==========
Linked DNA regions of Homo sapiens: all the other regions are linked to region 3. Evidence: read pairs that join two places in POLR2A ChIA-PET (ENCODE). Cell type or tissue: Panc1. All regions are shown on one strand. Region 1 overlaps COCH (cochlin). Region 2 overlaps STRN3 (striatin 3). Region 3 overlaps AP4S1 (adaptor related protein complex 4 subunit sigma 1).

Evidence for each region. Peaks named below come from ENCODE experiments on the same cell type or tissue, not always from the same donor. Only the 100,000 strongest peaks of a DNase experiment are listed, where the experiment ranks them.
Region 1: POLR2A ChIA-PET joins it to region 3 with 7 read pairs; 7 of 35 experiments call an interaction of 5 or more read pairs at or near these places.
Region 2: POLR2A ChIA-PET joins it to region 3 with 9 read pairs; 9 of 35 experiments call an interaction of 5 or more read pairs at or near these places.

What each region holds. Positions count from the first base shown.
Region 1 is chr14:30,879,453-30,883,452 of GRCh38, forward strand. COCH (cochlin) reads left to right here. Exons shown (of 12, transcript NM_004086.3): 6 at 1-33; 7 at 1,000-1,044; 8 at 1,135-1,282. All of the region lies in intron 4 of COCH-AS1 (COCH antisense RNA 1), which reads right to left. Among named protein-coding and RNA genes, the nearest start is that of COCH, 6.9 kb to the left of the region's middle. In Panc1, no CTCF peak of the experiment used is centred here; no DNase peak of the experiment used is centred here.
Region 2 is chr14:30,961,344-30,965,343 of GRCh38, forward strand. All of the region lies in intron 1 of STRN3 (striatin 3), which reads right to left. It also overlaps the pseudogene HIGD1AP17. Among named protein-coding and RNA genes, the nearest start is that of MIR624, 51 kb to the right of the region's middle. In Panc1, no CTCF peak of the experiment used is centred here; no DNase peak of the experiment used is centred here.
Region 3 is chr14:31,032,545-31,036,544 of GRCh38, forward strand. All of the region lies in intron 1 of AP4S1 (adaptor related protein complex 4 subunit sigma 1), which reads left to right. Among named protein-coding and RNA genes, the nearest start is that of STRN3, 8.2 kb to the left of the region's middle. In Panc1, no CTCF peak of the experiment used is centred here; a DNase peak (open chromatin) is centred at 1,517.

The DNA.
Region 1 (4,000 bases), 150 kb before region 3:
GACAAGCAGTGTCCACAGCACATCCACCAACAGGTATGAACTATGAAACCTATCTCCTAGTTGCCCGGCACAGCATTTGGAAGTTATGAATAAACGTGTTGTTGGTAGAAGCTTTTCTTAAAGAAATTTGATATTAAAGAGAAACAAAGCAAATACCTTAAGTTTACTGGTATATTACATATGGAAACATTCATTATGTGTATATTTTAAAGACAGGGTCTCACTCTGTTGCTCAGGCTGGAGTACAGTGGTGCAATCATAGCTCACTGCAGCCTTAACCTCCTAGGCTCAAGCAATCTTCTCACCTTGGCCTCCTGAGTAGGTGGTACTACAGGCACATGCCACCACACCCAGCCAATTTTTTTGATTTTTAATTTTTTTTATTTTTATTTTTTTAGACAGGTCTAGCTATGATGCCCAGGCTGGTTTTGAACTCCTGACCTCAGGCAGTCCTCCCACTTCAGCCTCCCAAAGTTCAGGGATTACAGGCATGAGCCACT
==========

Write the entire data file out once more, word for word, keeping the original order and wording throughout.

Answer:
Linked DNA regions of Homo sapiens: all the other regions are linked to region 3. Evidence: read pairs that join two places in POLR2A ChIA-PET (ENCODE). Cell type or tissue: Panc1. All regions are shown on one strand. Region 1 overlaps COCH (cochlin). Region 2 overlaps STRN3 (striatin 3). Region 3 overlaps AP4S1 (adaptor related protein complex 4 subunit sigma 1).

Evidence for each region. Peaks named below come from ENCODE experiments on the same cell type or tissue, not always from the same donor. Only the 100,000 strongest peaks of a DNase experiment are listed, where the experiment ranks them.
Region 1: POLR2A ChIA-PET joins it to region 3 with 7 read pairs; 7 of 35 experiments call an interaction of 5 or more read pairs at or near these places.
Region 2: POLR2A ChIA-PET joins it to region 3 with 9 read pairs; 9 of 35 experiments call an interaction of 5 or more read pairs at or near these places.

What each region holds. Positions count from the first base shown.
Region 1 is chr14:30,879,453-30,883,452 of GRCh38, forward strand. COCH (cochlin) reads left to right here. Exons shown (of 12, transcript NM_004086.3): 6 at 1-33; 7 at 1,000-1,044; 8 at 1,135-1,282. All of the region lies in intron 4 of COCH-AS1 (COCH antisense RNA 1), which reads right to left. Among named protein-coding and RNA genes, the nearest start is that of COCH, 6.9 kb to the left of the region's middle. In Panc1, no CTCF peak of the experiment used is centred here; no DNase peak of the experiment used is centred here.
Region 2 is chr14:30,961,344-30,965,343 of GRCh38, forward strand. All of the region lies in intron 1 of STRN3 (striatin 3), which reads right to left. It also overlaps the pseudogene HIGD1AP17. Among named protein-coding and RNA genes, the nearest start is that of MIR624, 51 kb to the right of the region's middle. In Panc1, no CTCF peak of the experiment used is centred here; no DNase peak of the experiment used is centred here.
Region 3 is chr14:31,032,545-31,036,544 of GRCh38, forward strand. All of the region lies in intron 1 of AP4S1 (adaptor related protein complex 4 subunit sigma 1), which reads left to right. Among named protein-coding and RNA genes, the nearest start is that of STRN3, 8.2 kb to the left of the region's middle. In Panc1, no CTCF peak of the experiment used is centred here; a DNase peak (open chromatin) is centred at 1,517.

The DNA.
Region 1 (4,000 bases), 150 kb before region 3:
GACAAGCAGTGTCCACAGCACATCCACCAACAGGTATGAACTATGAAACCTATCTCCTAGTTGCCCGGCACAGCATTTGGAAGTTATGAATAAACGTGTTGTTGGTAGAAGCTTTTCTTAAAGAAATTTGATATTAAAGAGAAACAAAGCAAATACCTTAAGTTTACTGGTATATTACATATGGAAACATTCATTATGTGTATATTTTAAAGACAGGGTCTCACTCTGTTGCTCAGGCTGGAGTACAGTGGTGCAATCATAGCTCACTGCAGCCTTAACCTCCTAGGCTCAAGCAATCTTCTCACCTTGGCCTCCTGAGTAGGTGGTACTACAGGCACATGCCACCACACCCAGCCAATTTTTTTGATTTTTAATTTTTTTTATTTTTATTTTTTTAGACAGGTCTAGCTATGATGCCCAGGCTGGTTTTGAACTCCTGACCTCAGGCAGTCCTCCCACTTCAGCCTCCCAAAGTTCAGGGATTACAGGCATGAGCCACT